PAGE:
Tesla wants to go public. But the electric car company, loved by California celebrities and nerds alike, had to first bare all to the SEC. So now we know Tesla is funded by a mysterious front company linked to Google.
Tesla registered with the SEC on Friday. Buried in the copious paperwork is the name of a very interesting "Series C" and "Series E" stockholder: Amphitheatre LLC. We first flagged this entity as a possible Google front when it invested in a zeppelin company started by Google advisor Esther Dyson. The same zeppelin company was later hired by 23AndMe, the Google-funded and -housed genetic testing firm co-founded by the wife of Google co-founder Sergey Brin.
Ampitheatre LLC may well have been acquired by Google along with the company INV Tax Group when Google bought its eight-building headquarters at 1600 Amphitheatre Parkway and 1200-1500 Crittenden Lane in Mountain View. Ampitheatre LLC and INV Tax Group, then believed affiliated with Goldman Sachs, had been the shell companies that held the buildings.
It's hard to imagine why a real estate holding vehicle is now investing in zeppelins and electric cars if it's not controlled by Google. California records are little help; they show the LLC still registered to "INV Tax Group, 180 Maiden Lane, 40th floor," an address once linked to Goldman Sachs in a building now used by a wide array of companies.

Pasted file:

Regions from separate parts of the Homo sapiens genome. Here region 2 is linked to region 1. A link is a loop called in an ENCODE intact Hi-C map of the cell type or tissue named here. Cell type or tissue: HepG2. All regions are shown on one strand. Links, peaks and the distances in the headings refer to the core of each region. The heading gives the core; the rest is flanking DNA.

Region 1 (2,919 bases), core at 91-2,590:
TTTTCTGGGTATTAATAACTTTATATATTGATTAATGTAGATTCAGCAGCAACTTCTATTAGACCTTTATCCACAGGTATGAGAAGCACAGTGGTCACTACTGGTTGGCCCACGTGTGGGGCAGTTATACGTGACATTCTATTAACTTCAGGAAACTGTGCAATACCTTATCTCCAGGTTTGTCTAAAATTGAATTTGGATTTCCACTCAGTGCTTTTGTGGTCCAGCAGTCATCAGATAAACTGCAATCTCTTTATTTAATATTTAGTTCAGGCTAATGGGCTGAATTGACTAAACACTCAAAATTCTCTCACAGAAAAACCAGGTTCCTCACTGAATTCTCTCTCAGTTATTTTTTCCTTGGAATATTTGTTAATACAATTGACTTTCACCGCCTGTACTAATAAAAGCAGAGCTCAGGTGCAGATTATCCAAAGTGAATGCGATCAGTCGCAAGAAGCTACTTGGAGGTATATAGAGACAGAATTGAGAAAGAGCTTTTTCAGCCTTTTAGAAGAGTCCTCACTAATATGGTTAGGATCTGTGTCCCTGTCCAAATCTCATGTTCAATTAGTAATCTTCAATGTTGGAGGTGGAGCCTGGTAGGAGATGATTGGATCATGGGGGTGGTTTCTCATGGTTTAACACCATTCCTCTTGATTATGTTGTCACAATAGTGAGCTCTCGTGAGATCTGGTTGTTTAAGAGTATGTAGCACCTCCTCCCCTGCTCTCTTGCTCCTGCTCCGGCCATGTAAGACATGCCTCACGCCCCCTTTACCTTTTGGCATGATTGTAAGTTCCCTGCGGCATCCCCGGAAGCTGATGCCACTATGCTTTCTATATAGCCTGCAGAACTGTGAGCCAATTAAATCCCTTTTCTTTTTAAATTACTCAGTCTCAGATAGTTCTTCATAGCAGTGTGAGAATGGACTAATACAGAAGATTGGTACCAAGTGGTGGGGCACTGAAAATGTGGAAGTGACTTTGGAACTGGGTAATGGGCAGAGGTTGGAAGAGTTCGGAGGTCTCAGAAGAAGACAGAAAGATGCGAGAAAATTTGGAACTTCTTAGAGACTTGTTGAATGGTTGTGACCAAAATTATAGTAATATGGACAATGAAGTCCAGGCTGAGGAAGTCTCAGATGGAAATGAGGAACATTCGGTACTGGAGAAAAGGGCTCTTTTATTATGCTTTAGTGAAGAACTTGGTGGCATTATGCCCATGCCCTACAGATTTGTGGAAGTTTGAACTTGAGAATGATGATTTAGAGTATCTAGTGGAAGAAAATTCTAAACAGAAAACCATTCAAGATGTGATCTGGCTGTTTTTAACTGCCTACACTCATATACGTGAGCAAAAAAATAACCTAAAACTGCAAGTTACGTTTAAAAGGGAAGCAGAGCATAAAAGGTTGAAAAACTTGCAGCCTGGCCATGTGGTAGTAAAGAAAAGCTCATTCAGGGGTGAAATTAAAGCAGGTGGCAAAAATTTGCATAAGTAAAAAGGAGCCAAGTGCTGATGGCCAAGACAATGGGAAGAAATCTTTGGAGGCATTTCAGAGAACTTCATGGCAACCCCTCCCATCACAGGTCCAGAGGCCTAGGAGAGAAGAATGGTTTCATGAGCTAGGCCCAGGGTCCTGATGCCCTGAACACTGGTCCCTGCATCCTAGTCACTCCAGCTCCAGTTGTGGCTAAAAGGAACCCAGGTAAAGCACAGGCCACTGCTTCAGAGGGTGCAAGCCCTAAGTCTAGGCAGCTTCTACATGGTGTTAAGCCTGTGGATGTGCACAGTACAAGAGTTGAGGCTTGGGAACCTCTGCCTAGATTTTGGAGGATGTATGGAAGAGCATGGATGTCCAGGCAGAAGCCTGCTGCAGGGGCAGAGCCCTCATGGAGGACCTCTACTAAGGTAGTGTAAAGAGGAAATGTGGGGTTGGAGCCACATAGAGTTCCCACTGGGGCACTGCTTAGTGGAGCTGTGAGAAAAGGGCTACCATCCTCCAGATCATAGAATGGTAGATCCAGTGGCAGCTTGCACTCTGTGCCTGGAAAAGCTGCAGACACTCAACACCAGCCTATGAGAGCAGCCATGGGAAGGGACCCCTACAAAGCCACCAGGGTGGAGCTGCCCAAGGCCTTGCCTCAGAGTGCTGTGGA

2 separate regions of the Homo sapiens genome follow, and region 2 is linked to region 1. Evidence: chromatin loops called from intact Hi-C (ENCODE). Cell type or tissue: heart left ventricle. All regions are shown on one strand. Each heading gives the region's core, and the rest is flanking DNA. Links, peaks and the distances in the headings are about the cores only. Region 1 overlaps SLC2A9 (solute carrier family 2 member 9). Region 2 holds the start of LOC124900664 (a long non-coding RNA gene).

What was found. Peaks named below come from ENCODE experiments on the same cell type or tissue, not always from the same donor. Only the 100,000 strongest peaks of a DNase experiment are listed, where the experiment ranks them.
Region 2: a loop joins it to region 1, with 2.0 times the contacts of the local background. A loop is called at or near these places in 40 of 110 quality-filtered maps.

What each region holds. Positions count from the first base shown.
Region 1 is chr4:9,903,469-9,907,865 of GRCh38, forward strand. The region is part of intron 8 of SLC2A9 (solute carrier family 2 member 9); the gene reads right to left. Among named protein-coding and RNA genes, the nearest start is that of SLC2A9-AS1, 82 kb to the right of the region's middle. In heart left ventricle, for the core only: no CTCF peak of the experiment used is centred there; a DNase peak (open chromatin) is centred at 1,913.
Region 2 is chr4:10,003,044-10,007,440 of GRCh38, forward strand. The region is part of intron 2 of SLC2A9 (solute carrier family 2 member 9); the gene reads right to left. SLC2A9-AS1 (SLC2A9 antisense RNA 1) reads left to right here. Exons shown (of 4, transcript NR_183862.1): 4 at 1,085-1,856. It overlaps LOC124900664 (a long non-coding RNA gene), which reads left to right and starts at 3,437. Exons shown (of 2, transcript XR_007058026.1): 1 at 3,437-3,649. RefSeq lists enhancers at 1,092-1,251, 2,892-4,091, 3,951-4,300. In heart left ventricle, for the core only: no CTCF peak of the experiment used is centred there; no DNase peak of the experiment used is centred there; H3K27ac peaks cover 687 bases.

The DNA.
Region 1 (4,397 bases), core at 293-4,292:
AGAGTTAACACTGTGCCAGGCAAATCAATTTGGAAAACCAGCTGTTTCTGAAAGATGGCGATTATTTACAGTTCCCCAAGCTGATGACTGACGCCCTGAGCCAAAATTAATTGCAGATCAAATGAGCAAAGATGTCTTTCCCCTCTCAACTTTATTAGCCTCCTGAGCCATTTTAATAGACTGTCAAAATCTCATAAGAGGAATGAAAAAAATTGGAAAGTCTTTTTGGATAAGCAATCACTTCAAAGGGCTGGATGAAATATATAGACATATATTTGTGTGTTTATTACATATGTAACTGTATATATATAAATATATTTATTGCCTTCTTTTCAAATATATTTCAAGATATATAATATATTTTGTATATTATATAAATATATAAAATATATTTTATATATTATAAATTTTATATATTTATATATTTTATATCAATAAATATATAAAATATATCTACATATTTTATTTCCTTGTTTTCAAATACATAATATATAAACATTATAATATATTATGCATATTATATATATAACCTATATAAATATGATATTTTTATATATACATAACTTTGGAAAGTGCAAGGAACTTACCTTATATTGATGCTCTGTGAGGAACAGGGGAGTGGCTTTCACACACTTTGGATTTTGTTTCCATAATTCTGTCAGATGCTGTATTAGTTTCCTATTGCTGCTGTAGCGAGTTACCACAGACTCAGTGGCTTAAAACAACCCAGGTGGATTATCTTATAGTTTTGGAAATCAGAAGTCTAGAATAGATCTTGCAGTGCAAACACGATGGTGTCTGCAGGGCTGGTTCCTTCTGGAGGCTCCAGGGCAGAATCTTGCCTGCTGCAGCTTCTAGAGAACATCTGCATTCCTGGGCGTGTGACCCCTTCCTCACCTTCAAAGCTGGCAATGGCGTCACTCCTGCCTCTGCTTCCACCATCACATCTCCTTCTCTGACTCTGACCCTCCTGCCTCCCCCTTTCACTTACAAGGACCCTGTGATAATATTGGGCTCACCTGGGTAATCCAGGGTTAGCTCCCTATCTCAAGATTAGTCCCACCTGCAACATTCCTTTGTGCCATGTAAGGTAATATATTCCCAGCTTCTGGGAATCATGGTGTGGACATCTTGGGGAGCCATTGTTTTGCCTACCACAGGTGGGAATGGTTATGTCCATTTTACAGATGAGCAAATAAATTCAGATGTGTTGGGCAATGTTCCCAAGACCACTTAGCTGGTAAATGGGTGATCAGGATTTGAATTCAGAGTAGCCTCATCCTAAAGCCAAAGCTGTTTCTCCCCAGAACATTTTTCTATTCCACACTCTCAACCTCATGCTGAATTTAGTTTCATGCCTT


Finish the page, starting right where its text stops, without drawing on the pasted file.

Google's a logical investor, anyway, since its founders are already Tesla customers (see picture of Brin in his Tesla, left, by Zach Graves) and investors. Co-founder Larry Page even reportedly "jet pools" with Tesla CEO Elon Musk, and Google has an "electric car" section reserved in its parking lot (see picture at top by Tristan Nitot). It wouldn't be the first time Google co-invested with its founders; it followed Brin into his wife's 23AndMe.
Whether the Google honchos had their financial judgment clouded by the fact that they personally made it to the front of Tesla's fiercely competitive waiting list is something for Google shareholders to decide.
In so doing, they might consider another nugget buried in Tesla's S-1: The company has not yet stabilized its notoriously volatile executive ranks. Among the recent departures is general counsel Jonathan Sobel, formerly of Yahoo. Sobel started in September; he was gone by December. One tipster claims friction with Musk was to blame. The bigger question is whether Musk can forge more stable relationships with his co-workers going forward. Only time will tell. We'll be watching, and we bet Google will be, too.